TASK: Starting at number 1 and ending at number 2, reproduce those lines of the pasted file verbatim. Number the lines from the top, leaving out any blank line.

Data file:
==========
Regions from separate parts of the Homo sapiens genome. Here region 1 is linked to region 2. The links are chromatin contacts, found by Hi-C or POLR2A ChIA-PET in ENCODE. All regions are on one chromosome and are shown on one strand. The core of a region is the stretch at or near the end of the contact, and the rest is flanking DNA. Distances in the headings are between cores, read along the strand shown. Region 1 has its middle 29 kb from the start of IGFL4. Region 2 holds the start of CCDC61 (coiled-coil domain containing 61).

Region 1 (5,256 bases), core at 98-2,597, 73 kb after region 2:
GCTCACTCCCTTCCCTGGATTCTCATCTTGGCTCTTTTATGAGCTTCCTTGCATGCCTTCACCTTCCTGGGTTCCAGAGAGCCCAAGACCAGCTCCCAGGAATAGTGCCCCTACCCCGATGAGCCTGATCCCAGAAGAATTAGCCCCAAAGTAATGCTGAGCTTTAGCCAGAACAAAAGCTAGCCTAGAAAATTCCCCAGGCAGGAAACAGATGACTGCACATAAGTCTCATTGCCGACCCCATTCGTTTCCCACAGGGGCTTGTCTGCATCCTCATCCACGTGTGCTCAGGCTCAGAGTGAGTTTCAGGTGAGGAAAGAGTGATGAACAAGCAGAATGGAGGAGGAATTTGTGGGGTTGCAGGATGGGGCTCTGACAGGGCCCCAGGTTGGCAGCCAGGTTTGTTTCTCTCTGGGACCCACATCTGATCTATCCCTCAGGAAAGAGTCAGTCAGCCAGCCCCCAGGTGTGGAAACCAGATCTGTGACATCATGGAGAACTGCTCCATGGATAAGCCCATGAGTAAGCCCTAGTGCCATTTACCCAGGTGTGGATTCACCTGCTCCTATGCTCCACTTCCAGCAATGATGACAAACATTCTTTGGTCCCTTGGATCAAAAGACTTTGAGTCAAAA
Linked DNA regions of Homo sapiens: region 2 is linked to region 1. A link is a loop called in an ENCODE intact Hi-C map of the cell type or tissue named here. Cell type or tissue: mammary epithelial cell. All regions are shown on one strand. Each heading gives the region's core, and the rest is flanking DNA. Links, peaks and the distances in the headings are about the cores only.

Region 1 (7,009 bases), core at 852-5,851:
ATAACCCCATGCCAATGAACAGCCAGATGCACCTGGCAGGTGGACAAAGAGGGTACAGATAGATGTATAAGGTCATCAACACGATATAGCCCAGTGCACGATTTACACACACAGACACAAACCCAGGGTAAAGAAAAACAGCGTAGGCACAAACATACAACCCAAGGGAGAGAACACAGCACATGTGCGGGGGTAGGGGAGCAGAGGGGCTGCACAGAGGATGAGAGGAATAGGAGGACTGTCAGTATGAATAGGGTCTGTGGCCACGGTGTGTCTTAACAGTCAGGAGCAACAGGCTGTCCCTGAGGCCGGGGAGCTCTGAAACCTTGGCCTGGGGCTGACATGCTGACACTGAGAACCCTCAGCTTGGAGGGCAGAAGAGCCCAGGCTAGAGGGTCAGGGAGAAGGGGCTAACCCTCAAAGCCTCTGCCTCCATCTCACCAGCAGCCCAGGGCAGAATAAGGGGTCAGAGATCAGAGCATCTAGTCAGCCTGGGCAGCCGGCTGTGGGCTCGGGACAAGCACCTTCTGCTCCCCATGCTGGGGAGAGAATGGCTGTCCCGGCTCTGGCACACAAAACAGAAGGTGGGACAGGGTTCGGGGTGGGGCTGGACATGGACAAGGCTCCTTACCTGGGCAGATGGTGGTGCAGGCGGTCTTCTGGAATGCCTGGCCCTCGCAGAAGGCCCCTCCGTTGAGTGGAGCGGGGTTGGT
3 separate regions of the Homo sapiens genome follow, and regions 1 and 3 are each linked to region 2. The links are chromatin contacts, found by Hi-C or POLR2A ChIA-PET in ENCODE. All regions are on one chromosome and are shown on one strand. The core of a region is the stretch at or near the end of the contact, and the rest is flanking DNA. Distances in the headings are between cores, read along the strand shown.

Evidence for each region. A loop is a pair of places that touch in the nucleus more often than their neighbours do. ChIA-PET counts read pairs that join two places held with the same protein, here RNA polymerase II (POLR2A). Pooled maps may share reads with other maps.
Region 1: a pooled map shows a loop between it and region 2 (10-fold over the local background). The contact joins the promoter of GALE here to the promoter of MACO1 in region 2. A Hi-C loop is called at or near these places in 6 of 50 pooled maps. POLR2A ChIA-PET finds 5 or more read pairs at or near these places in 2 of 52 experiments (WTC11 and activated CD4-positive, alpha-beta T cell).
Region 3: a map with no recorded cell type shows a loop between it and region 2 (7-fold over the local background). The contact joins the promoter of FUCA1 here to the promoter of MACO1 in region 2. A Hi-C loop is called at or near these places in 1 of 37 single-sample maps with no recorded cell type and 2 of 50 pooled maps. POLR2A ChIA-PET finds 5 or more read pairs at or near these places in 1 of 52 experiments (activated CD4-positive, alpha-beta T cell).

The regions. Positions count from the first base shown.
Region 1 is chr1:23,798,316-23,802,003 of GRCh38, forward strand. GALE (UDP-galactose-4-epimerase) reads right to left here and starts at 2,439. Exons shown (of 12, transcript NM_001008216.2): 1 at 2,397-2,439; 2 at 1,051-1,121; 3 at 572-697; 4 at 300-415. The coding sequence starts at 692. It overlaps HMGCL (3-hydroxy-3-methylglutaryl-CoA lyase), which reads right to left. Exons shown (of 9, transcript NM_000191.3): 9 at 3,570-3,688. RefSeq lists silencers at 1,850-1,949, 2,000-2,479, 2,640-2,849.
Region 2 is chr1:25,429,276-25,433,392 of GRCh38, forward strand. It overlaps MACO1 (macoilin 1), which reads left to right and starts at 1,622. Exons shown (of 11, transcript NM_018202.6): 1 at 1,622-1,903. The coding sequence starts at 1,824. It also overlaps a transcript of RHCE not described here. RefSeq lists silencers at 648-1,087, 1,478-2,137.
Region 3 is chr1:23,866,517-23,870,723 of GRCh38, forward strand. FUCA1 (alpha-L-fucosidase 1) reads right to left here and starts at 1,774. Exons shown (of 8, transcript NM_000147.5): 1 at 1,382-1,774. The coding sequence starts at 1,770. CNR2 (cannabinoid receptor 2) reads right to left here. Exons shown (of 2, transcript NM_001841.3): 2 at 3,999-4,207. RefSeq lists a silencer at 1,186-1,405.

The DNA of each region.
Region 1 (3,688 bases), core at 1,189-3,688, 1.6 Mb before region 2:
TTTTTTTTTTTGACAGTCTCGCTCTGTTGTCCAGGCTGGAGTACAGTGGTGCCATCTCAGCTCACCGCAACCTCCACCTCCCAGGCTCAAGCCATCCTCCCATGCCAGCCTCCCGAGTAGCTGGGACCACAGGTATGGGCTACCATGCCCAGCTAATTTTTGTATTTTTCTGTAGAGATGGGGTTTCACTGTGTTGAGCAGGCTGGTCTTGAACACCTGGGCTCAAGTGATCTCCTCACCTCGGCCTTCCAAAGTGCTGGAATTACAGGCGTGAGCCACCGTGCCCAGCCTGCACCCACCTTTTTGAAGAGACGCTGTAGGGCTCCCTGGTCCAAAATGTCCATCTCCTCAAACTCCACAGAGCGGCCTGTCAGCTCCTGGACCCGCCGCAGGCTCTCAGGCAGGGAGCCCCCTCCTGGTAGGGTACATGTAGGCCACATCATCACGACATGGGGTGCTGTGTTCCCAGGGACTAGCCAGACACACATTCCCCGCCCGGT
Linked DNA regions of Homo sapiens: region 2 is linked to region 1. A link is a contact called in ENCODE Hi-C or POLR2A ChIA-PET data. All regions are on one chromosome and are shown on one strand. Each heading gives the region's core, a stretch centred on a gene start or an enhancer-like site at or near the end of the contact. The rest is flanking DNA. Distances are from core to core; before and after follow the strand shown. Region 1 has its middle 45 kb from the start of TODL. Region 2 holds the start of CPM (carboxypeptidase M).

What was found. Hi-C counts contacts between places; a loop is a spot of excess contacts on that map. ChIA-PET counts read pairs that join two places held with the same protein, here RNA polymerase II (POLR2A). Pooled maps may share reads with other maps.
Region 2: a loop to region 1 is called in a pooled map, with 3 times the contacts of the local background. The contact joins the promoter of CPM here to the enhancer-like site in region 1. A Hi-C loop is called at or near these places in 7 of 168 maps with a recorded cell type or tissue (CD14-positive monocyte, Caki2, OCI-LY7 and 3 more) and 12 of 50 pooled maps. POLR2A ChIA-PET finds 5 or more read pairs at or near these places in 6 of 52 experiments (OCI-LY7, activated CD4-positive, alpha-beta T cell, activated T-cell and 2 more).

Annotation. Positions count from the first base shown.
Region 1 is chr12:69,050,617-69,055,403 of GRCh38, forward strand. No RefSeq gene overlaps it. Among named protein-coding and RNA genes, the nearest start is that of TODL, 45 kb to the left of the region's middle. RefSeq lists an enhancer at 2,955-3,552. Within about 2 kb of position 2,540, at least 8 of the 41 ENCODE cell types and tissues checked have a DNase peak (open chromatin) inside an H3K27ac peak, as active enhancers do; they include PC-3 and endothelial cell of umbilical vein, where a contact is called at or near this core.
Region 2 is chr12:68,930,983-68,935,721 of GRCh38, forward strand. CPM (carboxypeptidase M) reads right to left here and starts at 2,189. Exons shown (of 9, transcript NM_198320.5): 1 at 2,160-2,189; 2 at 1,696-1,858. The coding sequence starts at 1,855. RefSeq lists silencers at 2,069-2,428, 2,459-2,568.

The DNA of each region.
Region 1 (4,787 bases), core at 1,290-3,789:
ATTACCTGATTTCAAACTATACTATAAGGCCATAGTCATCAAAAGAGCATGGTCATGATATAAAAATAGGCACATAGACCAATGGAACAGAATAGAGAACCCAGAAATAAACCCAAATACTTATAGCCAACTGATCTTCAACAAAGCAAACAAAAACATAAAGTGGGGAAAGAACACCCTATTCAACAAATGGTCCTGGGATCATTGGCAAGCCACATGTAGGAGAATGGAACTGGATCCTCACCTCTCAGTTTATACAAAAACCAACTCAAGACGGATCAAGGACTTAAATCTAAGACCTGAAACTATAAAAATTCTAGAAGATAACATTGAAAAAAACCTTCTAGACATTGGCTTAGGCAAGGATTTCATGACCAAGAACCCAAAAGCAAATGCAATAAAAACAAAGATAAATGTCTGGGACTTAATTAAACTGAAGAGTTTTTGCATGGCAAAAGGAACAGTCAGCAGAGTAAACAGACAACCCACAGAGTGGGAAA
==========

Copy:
Regions from separate parts of the Homo sapiens genome. Here region 1 is linked to region 2. The links are chromatin contacts, found by Hi-C or POLR2A ChIA-PET in ENCODE. All regions are on one chromosome and are shown on one strand. The core of a region is the stretch at or near the end of the contact, and the rest is flanking DNA. Distances in the headings are between cores, read along the strand shown. Region 1 has its middle 29 kb from the start of IGFL4. Region 2 holds the start of CCDC61 (coiled-coil domain containing 61).

Region 1 (5,256 bases), core at 98-2,597, 73 kb after region 2: